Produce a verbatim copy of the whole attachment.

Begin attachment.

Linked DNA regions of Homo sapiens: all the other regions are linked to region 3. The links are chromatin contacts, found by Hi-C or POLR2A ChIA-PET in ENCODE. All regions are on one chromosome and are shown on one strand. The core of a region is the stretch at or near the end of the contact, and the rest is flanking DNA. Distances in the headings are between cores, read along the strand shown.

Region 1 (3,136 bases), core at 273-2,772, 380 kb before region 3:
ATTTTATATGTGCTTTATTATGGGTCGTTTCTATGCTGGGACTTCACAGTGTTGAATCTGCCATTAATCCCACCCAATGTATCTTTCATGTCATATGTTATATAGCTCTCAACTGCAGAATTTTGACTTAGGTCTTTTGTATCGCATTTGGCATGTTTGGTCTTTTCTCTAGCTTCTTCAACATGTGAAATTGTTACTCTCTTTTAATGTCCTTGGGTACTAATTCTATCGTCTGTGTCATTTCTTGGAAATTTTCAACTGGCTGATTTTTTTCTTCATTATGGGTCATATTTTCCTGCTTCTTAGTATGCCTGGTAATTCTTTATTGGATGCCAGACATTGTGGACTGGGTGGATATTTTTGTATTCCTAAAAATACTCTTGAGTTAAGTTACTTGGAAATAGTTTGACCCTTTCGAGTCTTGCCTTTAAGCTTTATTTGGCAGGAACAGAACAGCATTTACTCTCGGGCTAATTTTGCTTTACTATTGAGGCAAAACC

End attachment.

Linked DNA regions of Homo sapiens: all the other regions are linked to region 3. The links are chromatin contacts, found by Hi-C or POLR2A ChIA-PET in ENCODE. All regions are on one chromosome and are shown on one strand. The core of a region is the stretch at or near the end of the contact, and the rest is flanking DNA. Distances in the headings are between cores, read along the strand shown.

Region 1 (3,136 bases), core at 273-2,772, 380 kb before region 3:
ATTTTATATGTGCTTTATTATGGGTCGTTTCTATGCTGGGACTTCACAGTGTTGAATCTGCCATTAATCCCACCCAATGTATCTTTCATGTCATATGTTATATAGCTCTCAACTGCAGAATTTTGACTTAGGTCTTTTGTATCGCATTTGGCATGTTTGGTCTTTTCTCTAGCTTCTTCAACATGTGAAATTGTTACTCTCTTTTAATGTCCTTGGGTACTAATTCTATCGTCTGTGTCATTTCTTGGAAATTTTCAACTGGCTGATTTTTTTCTTCATTATGGGTCATATTTTCCTGCTTCTTAGTATGCCTGGTAATTCTTTATTGGATGCCAGACATTGTGGACTGGGTGGATATTTTTGTATTCCTAAAAATACTCTTGAGTTAAGTTACTTGGAAATAGTTTGACCCTTTCGAGTCTTGCCTTTAAGCTTTATTTGGCAGGAACAGAACAGCATTTACTCTCGGGCTAATTTTGCTTTACTATTGAGGCAAAACC